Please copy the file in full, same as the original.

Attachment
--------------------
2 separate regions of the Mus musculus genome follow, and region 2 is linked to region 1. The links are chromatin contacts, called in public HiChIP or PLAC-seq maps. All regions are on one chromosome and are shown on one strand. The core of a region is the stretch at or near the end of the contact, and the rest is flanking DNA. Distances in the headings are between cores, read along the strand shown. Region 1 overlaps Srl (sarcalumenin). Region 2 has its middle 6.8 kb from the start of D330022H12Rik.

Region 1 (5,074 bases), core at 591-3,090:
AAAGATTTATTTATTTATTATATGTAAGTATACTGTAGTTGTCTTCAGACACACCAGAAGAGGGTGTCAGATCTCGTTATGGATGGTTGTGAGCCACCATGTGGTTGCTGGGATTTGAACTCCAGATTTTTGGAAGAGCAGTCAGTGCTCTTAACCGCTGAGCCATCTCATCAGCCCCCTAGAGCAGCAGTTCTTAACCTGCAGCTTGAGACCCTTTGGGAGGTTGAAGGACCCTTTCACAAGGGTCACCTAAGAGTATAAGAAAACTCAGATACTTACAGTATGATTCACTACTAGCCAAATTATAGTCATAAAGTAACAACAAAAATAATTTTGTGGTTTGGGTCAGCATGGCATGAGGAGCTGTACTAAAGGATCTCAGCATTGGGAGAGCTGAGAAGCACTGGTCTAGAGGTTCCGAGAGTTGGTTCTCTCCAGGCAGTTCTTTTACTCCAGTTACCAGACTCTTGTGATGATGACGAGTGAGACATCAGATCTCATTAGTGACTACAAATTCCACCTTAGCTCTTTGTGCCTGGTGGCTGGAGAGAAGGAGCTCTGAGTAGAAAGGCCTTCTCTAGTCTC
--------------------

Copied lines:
2 separate regions of the Mus musculus genome follow, and region 2 is linked to region 1. The links are chromatin contacts, called in public HiChIP or PLAC-seq maps. All regions are on one chromosome and are shown on one strand. The core of a region is the stretch at or near the end of the contact, and the rest is flanking DNA. Distances in the headings are between cores, read along the strand shown. Region 1 overlaps Srl (sarcalumenin). Region 2 has its middle 6.8 kb from the start of D330022H12Rik.

Region 1 (5,074 bases), core at 591-3,090:
AAAGATTTATTTATTTATTATATGTAAGTATACTGTAGTTGTCTTCAGACACACCAGAAGAGGGTGTCAGATCTCGTTATGGATGGTTGTGAGCCACCATGTGGTTGCTGGGATTTGAACTCCAGATTTTTGGAAGAGCAGTCAGTGCTCTTAACCGCTGAGCCATCTCATCAGCCCCCTAGAGCAGCAGTTCTTAACCTGCAGCTTGAGACCCTTTGGGAGGTTGAAGGACCCTTTCACAAGGGTCACCTAAGAGTATAAGAAAACTCAGATACTTACAGTATGATTCACTACTAGCCAAATTATAGTCATAAAGTAACAACAAAAATAATTTTGTGGTTTGGGTCAGCATGGCATGAGGAGCTGTACTAAAGGATCTCAGCATTGGGAGAGCTGAGAAGCACTGGTCTAGAGGTTCCGAGAGTTGGTTCTCTCCAGGCAGTTCTTTTACTCCAGTTACCAGACTCTTGTGATGATGACGAGTGAGACATCAGATCTCATTAGTGACTACAAATTCCACCTTAGCTCTTTGTGCCTGGTGGCTGGAGAGAAGGAGCTCTGAGTAGAAAGGCCTTCTCTAGTCTC